The American Public Health Association's policy statement on Improving Health and Wellness through Acess to Nature states: "Access to nature has been related to lower levels of mortality and illness, higher levels of outdoor physical activity, restoration from stress, a greater sense of well-being, and greater social capital." And further acknowledges that: "People evolved in natural environments, but urbanization, the industrialization of agriculture, and a shift to sedentary indoor lifestyles have distanced many people from nature, depriving them of the positive health benefits associated with natural light, green views, local biodiversity, natural landscapes, and gardens and parks near their homes, schools, and workplaces. Low-income and ethnic communities are most likely to lack these resources. A rapidly growing body of evidence establishes that protecting and restoring access to nature in different spheres of people’s lives, among those of all ages, social groups, and abilities, can alleviate some of the most important problems in public health, including obesity, stress, social isolation, injury, and violence."
In 2010, the National Recreation and Parks Association published an overview of scientific research to date on the relationship between nature and human health, concluding: “Yes, the benefits of nature that have been intuited and written about through the ages have withstood rigorous scientific scrutiny. Yes, we still find these benefits when we measure them objectively; yes, we still find these benefits when non-nature lovers are included in our studies; and yes, we still find these benefits even when income and other factors that could explain a nature-health link are taken into account. In the face of the tremendously diverse and rigorous tests to which the nature-human health hypothesis has been subjected, the strength, consistency, and convergence of the findings are remarkable.”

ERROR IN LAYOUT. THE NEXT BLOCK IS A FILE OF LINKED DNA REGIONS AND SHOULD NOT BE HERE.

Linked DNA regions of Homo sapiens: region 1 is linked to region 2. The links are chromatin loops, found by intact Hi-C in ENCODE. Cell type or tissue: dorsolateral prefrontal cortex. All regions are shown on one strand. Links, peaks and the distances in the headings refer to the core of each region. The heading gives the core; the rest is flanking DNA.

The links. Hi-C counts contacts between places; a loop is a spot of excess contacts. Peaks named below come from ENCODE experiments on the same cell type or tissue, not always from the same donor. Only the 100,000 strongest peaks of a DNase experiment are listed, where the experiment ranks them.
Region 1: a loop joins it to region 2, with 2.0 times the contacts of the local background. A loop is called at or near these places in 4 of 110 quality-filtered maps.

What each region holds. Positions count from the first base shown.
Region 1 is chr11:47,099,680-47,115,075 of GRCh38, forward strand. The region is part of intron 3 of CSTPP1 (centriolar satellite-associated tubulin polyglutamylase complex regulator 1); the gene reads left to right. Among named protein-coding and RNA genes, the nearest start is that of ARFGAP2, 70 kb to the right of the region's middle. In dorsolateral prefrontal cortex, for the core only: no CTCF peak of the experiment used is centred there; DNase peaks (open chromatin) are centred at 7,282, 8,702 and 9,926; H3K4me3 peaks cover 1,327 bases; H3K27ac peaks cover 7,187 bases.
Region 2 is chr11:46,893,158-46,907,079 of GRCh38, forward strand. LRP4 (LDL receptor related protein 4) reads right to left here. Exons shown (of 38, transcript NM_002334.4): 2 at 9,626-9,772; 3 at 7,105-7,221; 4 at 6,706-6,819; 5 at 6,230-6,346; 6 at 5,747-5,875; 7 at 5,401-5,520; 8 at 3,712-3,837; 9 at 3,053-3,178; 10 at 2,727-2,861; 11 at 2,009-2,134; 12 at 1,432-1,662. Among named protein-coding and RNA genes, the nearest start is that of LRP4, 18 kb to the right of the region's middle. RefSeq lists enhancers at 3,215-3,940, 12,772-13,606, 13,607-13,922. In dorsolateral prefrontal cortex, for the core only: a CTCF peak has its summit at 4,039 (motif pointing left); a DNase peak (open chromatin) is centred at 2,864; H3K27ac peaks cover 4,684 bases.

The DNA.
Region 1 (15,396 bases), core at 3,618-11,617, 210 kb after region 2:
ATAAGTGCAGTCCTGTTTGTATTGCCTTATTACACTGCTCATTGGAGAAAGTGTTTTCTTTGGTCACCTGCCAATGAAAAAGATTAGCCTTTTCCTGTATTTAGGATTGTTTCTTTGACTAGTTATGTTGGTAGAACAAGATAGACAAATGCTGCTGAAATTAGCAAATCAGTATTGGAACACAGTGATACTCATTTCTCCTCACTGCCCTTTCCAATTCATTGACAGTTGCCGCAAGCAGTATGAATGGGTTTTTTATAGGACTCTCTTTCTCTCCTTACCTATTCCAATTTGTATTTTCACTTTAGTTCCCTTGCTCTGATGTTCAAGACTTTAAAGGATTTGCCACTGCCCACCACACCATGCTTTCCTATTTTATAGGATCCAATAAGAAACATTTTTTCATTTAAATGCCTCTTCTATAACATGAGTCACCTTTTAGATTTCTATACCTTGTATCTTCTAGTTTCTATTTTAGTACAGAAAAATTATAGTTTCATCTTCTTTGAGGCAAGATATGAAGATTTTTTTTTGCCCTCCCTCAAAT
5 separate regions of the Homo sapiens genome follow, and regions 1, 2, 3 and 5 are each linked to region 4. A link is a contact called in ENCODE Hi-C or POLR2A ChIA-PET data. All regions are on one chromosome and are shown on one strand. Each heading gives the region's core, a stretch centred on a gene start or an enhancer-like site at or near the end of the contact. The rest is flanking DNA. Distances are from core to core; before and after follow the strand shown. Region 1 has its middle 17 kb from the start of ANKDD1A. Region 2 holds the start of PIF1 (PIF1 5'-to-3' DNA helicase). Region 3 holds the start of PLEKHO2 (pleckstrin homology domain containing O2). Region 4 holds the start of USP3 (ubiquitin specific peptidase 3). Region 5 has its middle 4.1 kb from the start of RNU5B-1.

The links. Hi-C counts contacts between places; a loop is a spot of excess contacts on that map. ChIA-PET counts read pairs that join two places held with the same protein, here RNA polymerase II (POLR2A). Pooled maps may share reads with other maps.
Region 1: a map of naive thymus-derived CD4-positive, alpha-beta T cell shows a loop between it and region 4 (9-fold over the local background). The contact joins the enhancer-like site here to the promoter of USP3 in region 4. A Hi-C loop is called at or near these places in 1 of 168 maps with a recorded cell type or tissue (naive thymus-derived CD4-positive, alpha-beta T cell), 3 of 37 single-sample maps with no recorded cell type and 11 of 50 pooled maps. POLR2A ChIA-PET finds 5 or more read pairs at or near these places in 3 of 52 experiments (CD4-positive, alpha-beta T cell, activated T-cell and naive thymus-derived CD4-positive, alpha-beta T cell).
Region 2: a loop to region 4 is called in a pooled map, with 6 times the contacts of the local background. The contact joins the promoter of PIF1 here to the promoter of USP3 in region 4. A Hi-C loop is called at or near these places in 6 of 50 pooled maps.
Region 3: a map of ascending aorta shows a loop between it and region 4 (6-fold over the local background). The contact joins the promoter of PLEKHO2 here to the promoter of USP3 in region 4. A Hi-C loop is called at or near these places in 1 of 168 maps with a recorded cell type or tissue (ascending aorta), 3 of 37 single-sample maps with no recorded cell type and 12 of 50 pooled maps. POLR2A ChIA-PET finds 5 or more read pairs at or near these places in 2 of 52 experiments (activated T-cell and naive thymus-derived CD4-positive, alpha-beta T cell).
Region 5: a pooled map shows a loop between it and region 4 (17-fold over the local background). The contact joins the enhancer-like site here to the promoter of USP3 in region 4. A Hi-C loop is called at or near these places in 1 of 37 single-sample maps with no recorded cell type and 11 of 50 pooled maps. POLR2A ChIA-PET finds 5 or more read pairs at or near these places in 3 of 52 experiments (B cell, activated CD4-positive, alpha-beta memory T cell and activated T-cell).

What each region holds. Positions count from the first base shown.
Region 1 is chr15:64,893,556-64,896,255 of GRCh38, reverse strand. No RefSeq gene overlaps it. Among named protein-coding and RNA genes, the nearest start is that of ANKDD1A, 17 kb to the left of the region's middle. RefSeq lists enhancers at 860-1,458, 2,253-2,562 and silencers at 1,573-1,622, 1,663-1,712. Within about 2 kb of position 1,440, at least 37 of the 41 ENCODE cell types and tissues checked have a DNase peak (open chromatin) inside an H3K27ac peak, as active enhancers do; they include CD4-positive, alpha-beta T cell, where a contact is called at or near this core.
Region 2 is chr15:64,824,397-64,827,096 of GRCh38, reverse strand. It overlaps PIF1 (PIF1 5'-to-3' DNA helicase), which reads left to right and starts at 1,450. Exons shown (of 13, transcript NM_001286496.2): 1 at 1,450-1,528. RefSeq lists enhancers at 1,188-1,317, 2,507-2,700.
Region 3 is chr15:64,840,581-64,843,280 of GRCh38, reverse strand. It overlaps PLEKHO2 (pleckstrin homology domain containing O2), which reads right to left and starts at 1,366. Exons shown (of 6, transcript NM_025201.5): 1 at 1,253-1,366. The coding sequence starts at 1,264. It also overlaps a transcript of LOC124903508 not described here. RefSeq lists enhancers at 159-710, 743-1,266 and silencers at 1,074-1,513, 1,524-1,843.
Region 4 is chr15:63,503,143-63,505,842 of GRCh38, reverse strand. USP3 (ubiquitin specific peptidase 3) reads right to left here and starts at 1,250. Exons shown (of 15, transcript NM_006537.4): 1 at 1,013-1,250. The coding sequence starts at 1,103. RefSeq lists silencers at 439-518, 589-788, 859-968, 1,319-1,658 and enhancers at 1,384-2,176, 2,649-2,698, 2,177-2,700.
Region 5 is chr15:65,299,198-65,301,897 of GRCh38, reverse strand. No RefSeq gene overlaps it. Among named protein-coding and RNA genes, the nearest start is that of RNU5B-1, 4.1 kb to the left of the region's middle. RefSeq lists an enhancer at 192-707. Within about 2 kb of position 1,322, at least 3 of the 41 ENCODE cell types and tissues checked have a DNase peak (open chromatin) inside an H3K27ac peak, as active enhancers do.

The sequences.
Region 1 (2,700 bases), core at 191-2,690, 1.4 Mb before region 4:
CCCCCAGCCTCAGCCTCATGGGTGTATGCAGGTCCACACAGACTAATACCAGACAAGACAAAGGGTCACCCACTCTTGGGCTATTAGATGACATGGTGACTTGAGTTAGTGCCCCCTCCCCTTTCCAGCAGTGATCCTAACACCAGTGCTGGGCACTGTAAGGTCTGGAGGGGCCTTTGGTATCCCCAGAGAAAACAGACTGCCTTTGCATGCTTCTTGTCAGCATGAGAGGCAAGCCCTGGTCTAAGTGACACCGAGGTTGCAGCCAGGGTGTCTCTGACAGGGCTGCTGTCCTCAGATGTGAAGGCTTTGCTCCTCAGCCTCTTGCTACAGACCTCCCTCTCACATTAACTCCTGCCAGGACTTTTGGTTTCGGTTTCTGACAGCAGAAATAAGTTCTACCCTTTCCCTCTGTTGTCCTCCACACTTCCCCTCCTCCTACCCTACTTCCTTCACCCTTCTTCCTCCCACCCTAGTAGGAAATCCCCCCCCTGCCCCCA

The University of Minnesota’s Earl E. Bakken Center for Spiritually & Healing offers these findings on how nature impacts our well-being.
A cost-benefit study in Lincoln, Nebraska found that for every $1 invested in trails for physical activity led to nearly $3 in direct medical benefits.
The New York State Department of Environmental Conservation lists numerous references that extoll the benefits of spending time outside and in forests makes us healthier by:
- boosting the immune system
- lowering blood pressure
- reducing stress
- improving mood
- increasing ability to focus, even in children with ADHD
- accelerating recovery from surgery or illness
- increasing energy level
- improving sleep
Similarly, the American Society of Landscape Architects lists dozens of free research studies, news articles and on the health benefits of nature on its website, categorizing them by health topics for adults and children.
A study by Georgetown University Medical Center found a surprising way sunlight benefits immunity (aside from Vitamin D).
In Britain, this longitudinal study showed people who moved to greener areas had significantly better mental health scores that were sustained. And another found that increased exposure to nature translated to community cohesion and substantially lower crime rates.
In fact, so much evidence exists linking time spent in nature to improved health outcomes, researchers are beginning to turn their attention to understanding how nature makes us healthier.
Others, like Gretchen Daily at Stanford University’s Natural Capital Project, are suggesting the mental health benefits of nature should be factored into economic models and that ecosystems are a capital asset.
Being in nature truly is an essential activity and Midpen is grateful our work to preserve, protect and restore nature can benefit the entire Bay Area by connecting people to these special places.